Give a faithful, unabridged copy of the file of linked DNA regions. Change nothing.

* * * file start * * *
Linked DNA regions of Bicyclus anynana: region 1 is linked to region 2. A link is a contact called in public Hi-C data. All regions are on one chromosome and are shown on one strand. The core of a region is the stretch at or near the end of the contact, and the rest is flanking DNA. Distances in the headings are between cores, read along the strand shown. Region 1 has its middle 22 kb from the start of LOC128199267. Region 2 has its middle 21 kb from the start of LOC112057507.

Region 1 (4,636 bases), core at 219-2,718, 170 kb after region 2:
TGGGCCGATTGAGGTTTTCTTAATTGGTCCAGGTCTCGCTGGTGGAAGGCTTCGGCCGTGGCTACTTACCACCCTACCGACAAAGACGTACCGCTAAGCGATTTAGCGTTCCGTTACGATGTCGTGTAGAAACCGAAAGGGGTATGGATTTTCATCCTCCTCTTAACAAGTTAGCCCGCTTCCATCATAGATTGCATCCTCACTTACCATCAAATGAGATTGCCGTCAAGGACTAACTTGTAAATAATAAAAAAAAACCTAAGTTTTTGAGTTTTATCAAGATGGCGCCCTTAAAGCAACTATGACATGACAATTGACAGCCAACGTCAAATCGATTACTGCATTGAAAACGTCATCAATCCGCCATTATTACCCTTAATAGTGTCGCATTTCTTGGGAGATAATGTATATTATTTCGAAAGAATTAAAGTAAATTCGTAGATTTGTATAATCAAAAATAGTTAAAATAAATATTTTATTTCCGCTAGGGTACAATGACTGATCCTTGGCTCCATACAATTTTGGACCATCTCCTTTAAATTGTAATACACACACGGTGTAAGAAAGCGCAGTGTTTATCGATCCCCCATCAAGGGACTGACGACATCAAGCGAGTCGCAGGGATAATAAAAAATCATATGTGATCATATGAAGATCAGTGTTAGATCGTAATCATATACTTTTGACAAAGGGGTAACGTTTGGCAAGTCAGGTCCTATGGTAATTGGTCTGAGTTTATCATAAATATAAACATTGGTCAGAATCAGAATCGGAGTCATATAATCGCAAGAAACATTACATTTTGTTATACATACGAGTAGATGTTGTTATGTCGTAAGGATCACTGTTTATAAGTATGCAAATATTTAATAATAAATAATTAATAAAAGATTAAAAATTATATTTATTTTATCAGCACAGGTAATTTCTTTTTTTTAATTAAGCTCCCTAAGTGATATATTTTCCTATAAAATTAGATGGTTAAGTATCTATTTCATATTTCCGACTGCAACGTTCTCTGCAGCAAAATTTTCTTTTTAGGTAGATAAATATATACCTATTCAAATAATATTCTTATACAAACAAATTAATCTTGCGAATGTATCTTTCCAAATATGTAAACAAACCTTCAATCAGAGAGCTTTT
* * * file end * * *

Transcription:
Linked DNA regions of Bicyclus anynana: region 1 is linked to region 2. A link is a contact called in public Hi-C data. All regions are on one chromosome and are shown on one strand. The core of a region is the stretch at or near the end of the contact, and the rest is flanking DNA. Distances in the headings are between cores, read along the strand shown. Region 1 has its middle 22 kb from the start of LOC128199267. Region 2 has its middle 21 kb from the start of LOC112057507.

Region 1 (4,636 bases), core at 219-2,718, 170 kb after region 2:
TGGGCCGATTGAGGTTTTCTTAATTGGTCCAGGTCTCGCTGGTGGAAGGCTTCGGCCGTGGCTACTTACCACCCTACCGACAAAGACGTACCGCTAAGCGATTTAGCGTTCCGTTACGATGTCGTGTAGAAACCGAAAGGGGTATGGATTTTCATCCTCCTCTTAACAAGTTAGCCCGCTTCCATCATAGATTGCATCCTCACTTACCATCAAATGAGATTGCCGTCAAGGACTAACTTGTAAATAATAAAAAAAAACCTAAGTTTTTGAGTTTTATCAAGATGGCGCCCTTAAAGCAACTATGACATGACAATTGACAGCCAACGTCAAATCGATTACTGCATTGAAAACGTCATCAATCCGCCATTATTACCCTTAATAGTGTCGCATTTCTTGGGAGATAATGTATATTATTTCGAAAGAATTAAAGTAAATTCGTAGATTTGTATAATCAAAAATAGTTAAAATAAATATTTTATTTCCGCTAGGGTACAATGACTGATCCTTGGCTCCATACAATTTTGGACCATCTCCTTTAAATTGTAATACACACACGGTGTAAGAAAGCGCAGTGTTTATCGATCCCCCATCAAGGGACTGACGACATCAAGCGAGTCGCAGGGATAATAAAAAATCATATGTGATCATATGAAGATCAGTGTTAGATCGTAATCATATACTTTTGACAAAGGGGTAACGTTTGGCAAGTCAGGTCCTATGGTAATTGGTCTGAGTTTATCATAAATATAAACATTGGTCAGAATCAGAATCGGAGTCATATAATCGCAAGAAACATTACATTTTGTTATACATACGAGTAGATGTTGTTATGTCGTAAGGATCACTGTTTATAAGTATGCAAATATTTAATAATAAATAATTAATAAAAGATTAAAAATTATATTTATTTTATCAGCACAGGTAATTTCTTTTTTTTAATTAAGCTCCCTAAGTGATATATTTTCCTATAAAATTAGATGGTTAAGTATCTATTTCATATTTCCGACTGCAACGTTCTCTGCAGCAAAATTTTCTTTTTAGGTAGATAAATATATACCTATTCAAATAATATTCTTATACAAACAAATTAATCTTGCGAATGTATCTTTCCAAATATGTAAACAAACCTTCAATCAGAGAGCTTTT